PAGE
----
However, I am still very much a part of a Christian community, since my entire family is still Christian. An issue that comes up often, that I would love to hear your input on, is the idea that God “speaks” to people individually and regularly. Also, that God gives “prophetic words” to people today about future events. I sincerely doubt this myself.

I would love to hear your thoughts on this topic, especially after reading the latest issue of Skeptic magazine on Christian Nationalism. As I am sure you are aware, many Christian leaders claimed to hear from God that Trump was going to win the 2020 election. When he did not, very few of them admitted they were wrong or mistaken. This is just one example of a very pervasive problem in Christian culture. Many people base important life decisions — or even insurrections — on their perceptions, or those of their leaders, of God’s personal revelation to them. This can come in the form of an “impression,” a confident feeling, a “still small voice,” a personal interpretation of a cherry-picked Bible verse, a picture in their mind, unique circumstances, etc.

Do you have any past articles or podcasts on this topic? I could not find any. Specifically, about how to evaluate claims of hearing from God? I want to find a better way to help people in my community consider the likelihood that they are not hearing from God, but in a charitable way. My own opinion is that cognitive bias and motivated reason most likely account for the majority of these claims. This also, in my view, accounts for much of the Bible’s claims that God commanded terrible things like sacrificing Isaac, acceptance of slavery, the Canaanite genocide, etc. — fallible humans believed they heard from God, but were mistaken. Anyway, I would love to hear your thoughts!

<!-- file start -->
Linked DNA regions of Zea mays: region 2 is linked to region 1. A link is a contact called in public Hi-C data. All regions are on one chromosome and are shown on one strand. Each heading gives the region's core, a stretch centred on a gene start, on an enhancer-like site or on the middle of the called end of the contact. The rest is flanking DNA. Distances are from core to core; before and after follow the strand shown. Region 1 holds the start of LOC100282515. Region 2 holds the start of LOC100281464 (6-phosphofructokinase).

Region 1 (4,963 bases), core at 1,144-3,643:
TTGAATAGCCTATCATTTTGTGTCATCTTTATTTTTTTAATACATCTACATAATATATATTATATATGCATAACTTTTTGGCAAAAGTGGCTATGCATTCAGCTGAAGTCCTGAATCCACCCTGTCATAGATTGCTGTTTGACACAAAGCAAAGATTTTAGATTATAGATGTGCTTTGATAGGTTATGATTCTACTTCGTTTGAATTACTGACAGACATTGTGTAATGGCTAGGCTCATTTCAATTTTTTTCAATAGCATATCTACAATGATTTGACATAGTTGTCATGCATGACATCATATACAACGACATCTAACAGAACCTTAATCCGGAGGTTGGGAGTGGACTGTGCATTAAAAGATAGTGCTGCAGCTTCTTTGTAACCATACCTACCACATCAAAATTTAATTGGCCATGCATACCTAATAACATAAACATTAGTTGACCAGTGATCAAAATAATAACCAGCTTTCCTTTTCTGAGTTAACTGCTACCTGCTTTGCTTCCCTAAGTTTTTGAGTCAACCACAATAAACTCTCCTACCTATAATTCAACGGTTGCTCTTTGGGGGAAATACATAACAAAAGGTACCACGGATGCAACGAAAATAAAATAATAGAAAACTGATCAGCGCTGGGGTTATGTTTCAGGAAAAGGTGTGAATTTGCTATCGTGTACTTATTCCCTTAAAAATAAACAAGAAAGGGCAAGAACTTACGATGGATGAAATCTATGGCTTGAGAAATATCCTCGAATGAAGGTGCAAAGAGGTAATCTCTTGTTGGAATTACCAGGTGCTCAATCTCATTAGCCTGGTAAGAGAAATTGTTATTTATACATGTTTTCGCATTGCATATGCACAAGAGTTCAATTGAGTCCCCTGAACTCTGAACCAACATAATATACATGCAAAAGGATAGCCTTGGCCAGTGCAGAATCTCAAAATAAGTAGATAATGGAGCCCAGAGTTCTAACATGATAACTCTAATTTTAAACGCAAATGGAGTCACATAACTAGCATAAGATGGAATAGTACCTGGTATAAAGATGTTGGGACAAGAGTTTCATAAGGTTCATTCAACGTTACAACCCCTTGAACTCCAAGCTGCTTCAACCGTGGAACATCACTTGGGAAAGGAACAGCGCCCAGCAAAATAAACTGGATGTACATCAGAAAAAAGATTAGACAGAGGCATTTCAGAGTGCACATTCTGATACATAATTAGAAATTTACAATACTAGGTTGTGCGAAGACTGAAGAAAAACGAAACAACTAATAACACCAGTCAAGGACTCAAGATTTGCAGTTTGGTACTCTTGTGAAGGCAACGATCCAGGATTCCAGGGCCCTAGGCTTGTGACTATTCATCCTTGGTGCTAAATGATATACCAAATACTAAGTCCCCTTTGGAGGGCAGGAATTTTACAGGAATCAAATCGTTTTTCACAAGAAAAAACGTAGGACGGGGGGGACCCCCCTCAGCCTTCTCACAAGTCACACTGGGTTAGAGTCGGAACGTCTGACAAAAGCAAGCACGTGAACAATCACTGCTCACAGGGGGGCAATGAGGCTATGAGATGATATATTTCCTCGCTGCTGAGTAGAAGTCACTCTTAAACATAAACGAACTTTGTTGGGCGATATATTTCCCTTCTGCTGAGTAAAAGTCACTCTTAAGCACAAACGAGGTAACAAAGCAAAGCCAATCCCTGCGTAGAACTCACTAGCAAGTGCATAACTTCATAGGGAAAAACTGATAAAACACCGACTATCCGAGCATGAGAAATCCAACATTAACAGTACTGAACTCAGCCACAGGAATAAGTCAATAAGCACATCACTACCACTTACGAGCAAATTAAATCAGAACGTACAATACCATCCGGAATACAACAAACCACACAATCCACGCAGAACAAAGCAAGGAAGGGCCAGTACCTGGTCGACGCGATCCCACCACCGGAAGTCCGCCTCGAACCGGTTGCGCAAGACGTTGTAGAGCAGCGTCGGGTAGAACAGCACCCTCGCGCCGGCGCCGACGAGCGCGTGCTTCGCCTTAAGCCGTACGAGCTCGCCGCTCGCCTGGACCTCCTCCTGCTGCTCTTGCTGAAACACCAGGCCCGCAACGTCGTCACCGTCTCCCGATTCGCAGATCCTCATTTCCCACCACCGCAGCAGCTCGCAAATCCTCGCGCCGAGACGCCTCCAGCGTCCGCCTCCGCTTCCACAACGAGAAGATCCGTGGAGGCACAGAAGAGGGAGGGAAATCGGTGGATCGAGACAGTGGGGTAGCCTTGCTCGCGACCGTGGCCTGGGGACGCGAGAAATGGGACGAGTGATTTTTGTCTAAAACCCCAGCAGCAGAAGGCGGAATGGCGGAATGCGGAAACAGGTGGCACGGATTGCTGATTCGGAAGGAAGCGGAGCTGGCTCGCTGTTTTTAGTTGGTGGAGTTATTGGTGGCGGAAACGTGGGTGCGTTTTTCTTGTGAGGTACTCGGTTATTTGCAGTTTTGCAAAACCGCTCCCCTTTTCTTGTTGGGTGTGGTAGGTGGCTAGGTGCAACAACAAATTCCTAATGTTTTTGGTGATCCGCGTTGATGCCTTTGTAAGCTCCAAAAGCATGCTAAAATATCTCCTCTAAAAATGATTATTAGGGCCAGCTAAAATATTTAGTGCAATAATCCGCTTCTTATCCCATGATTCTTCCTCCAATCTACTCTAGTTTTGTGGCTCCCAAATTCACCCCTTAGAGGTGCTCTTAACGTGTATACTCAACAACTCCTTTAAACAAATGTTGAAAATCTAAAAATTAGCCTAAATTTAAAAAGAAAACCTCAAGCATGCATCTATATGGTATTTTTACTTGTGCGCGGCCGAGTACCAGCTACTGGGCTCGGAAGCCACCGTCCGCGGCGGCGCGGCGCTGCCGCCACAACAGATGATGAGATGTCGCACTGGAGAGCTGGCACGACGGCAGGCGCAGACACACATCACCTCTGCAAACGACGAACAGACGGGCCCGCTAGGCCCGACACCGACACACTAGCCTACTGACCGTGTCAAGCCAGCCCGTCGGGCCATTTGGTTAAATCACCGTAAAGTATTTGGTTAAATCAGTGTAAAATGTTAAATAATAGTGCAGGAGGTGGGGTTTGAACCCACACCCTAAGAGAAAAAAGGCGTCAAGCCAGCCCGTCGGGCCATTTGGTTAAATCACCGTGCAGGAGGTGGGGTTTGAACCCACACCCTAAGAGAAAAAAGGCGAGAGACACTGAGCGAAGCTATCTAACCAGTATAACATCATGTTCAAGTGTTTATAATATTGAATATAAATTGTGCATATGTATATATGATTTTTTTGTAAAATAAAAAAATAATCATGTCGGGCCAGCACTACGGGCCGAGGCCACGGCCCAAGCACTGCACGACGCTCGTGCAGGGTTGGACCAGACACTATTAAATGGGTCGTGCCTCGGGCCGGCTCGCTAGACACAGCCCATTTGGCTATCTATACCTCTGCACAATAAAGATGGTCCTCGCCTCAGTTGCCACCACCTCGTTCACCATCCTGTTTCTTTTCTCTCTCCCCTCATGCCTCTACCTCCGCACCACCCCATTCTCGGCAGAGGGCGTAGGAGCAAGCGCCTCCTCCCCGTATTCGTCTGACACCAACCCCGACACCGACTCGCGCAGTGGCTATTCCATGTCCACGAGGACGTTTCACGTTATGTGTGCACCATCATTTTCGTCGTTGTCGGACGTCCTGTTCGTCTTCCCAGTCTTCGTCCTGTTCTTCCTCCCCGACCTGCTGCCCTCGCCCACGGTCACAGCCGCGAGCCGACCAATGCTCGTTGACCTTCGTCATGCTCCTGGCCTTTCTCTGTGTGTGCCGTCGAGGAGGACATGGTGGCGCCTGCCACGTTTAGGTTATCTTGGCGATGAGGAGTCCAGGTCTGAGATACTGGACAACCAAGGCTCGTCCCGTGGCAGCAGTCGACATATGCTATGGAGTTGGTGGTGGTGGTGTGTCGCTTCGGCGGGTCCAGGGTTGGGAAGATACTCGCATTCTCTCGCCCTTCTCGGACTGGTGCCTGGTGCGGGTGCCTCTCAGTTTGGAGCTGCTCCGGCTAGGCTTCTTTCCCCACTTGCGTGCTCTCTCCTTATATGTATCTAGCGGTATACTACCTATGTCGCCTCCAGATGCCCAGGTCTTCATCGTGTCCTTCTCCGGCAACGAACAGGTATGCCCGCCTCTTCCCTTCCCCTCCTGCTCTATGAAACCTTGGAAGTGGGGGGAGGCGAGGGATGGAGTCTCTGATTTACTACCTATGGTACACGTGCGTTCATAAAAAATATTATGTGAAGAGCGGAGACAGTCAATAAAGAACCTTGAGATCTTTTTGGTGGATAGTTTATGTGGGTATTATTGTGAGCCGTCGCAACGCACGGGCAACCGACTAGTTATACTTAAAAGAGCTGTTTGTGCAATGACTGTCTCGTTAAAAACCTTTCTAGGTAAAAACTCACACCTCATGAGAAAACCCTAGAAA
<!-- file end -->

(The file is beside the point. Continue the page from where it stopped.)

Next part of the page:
Thanks for your great work and your generous spirit!


One hypothesis is that there is a God and this deity communicates directly to and through people for a variety of claimed reasons, from love, reassurance and comfort, to answering prayers, delivering prophecy, and announcing forthcoming events. How a presumably incorporeal deity could “speak” to corporeal humans is never explained beyond the ubiquitous “God works in mysterious ways.” This is a variety of the “God of the gaps” argument: where human understanding or explanation is lacking to answer some question or explain some phenomenon (the origin of the universe, life, morality, consciousness, the eye, DNA, etc.) that is where God still operates in human affairs. Some theologians who follow the science chase the ever diminishing gaps in search of God’s providence; other believers are comfortable attributing everything that happens to God, from life-changing world events to the fall of every sparrow; still other religious people allow that the laws of nature, which God designed, account for nearly everything that happens, save a rare miracle attributed to the deity; still other and more “liberal theologians” think God created everything and then stepped back and does not act at all in the world. So many options from which to choose and no agreed-upon methodology among theologians as to determine which position is the likeliest one to be true. What is a critical thinker to think?

I am reminded of psychiatrist Milton Rokeach’s book The Three Christs of Ypsilanti, the story of three of his patients, each of whom believe himself to be Jesus Christ. Inspired by another case where two women who both believed they were the Virgin Mary met each other, Rokeach brought his three Christs together, each of whom instantly recognized the other two as delusional. Hoping the encounter might attenuate his patients’ delusional state, Rokeach admitted that the only thing cured was “my godlike delusion that I could manipulate them out of their beliefs.”1

  1. Rokeach, Milton. 1964/2011. The Three Christs of Ypsilanti. New York: Knopf/New York Review Book.

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This episode was released on May 6, 2023.